3. What curriculum is used? Oak Hill offers its students a robust curriculum that integrates the study of literature and the arts with the study of history and geography. Students will obtain a grasp of the present and a perspective of the future through rigorous study of the past. See our Scope and Sequence for a current snapshot of our curriculum. Our Literature Lists (K-6) are available here. They will be warned of evil and error and challenged to live virtuously and nobly through the example of those who have gone before. Students will be challenged to ask for the old paths, where the good way is, and walk in it (Jer. 6:16). They will learn to think critically and biblically by evaluating the writings of outstanding thinkers of the past and present. They will be encouraged to express themselves creatively in written and artistic media through exposure to great literature and art. They will learn that creative stirrings are rooted in the fact we are created in the image of God. A mathematics and science program is offered that enables them to participate knowledgeably in the scientific and technological discussions of the modern world. From the early grades, the mathematics curriculum makes use of a hands-on approach which enables the students to acquire a solid understanding of the world in which they live through a direct encounter with the wonders and laws of God’s creation. Students will rightly learn that modern science was born out of a Christian worldview. As the world was created by a reasonable God, we can discover something true about nature and the universe based on reason. Oak Hill offers a physical education program that involves students in a variety of physical activities and sports designed to develop their physical fitness, athletic skills, and character.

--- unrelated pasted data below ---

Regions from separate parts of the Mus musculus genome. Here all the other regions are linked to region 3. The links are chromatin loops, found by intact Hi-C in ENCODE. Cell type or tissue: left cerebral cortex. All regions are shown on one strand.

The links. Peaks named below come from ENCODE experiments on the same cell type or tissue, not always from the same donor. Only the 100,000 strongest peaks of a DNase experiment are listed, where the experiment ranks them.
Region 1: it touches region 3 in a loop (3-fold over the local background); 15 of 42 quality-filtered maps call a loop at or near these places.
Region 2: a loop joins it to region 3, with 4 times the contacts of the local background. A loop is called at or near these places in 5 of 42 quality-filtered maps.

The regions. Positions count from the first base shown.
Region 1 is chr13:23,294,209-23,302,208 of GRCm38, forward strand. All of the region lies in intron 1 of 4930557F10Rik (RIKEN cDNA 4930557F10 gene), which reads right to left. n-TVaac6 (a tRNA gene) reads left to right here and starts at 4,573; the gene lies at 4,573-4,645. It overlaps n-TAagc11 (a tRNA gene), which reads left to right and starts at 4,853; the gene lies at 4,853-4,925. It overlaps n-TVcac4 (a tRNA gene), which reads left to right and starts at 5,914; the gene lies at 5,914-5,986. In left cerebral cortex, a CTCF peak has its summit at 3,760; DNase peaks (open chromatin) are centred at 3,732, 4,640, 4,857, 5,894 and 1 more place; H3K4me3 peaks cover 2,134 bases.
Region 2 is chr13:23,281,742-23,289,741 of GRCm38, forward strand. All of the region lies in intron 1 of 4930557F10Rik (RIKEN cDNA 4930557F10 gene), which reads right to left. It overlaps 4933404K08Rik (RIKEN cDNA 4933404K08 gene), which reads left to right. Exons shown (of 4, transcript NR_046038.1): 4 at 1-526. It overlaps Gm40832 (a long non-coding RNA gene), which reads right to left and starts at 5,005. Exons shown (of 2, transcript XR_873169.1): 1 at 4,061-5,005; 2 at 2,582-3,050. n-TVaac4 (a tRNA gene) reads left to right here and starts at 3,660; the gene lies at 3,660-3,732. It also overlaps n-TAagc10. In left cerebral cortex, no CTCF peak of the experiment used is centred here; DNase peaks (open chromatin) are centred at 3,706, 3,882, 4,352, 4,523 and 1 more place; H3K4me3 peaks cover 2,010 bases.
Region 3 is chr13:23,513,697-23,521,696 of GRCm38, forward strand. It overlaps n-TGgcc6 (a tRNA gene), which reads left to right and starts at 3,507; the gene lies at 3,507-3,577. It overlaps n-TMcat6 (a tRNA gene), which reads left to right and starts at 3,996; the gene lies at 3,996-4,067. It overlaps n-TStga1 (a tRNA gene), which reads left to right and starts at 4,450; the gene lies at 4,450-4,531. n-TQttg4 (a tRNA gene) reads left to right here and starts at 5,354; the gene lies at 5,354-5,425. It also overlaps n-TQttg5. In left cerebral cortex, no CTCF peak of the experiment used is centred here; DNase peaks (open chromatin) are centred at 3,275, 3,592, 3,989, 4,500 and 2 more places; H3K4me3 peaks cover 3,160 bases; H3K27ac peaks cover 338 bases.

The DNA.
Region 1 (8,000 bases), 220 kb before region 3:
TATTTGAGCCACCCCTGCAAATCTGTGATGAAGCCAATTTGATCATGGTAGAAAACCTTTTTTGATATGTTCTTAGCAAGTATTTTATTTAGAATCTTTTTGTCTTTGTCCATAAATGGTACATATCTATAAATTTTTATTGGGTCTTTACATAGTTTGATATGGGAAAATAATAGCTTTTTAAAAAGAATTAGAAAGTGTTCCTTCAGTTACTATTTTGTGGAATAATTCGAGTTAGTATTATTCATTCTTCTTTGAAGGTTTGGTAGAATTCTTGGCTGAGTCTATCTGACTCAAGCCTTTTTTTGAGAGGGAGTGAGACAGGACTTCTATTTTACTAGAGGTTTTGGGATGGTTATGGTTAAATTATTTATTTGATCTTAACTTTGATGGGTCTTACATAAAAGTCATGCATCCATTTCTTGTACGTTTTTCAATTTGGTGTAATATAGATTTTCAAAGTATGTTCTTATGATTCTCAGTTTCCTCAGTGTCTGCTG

4. How much is tuition? Oak Hill is substantially more cost effective than the typical private classical Christian school. However, our desire to hire excellent teachers for our students will be taken into consideration when determining tuition. Please visit our tuition page.
7. When did the school open and what grades are taught? What are the school hours? Oak Hill opened in the Fall of 2006 as Dominion Classical Christian Academy with grades K4-6th. After several years of maintaining the K4-6th program, Oak Hill expanded to include Logic school in 2010, adding Rhetoric in 2013. Oak Hill’s first Seniors will graduate in May 2017. There are informational meetings and daytime tours for interested families held several times a year and more regularly during the enrollment season (Jan-Mar). Logic and Rhetoric (6th-12th grade) students begin class at 8:00 am while Grammar School (K4-5th grade) students begin class at 9:00 am. All students are dismissed at 3:00 pm.
8. Is the school accredited? Oak Hill Classical School is accredited by the Georgia Association of Christian Schools (GACS), and is a member school of the Association of Classical and Christian Schools (ACCS). Our students may transfer school credits, are recognized by the Georgia Board of Regents, and are eligible for the HOPE scholarship.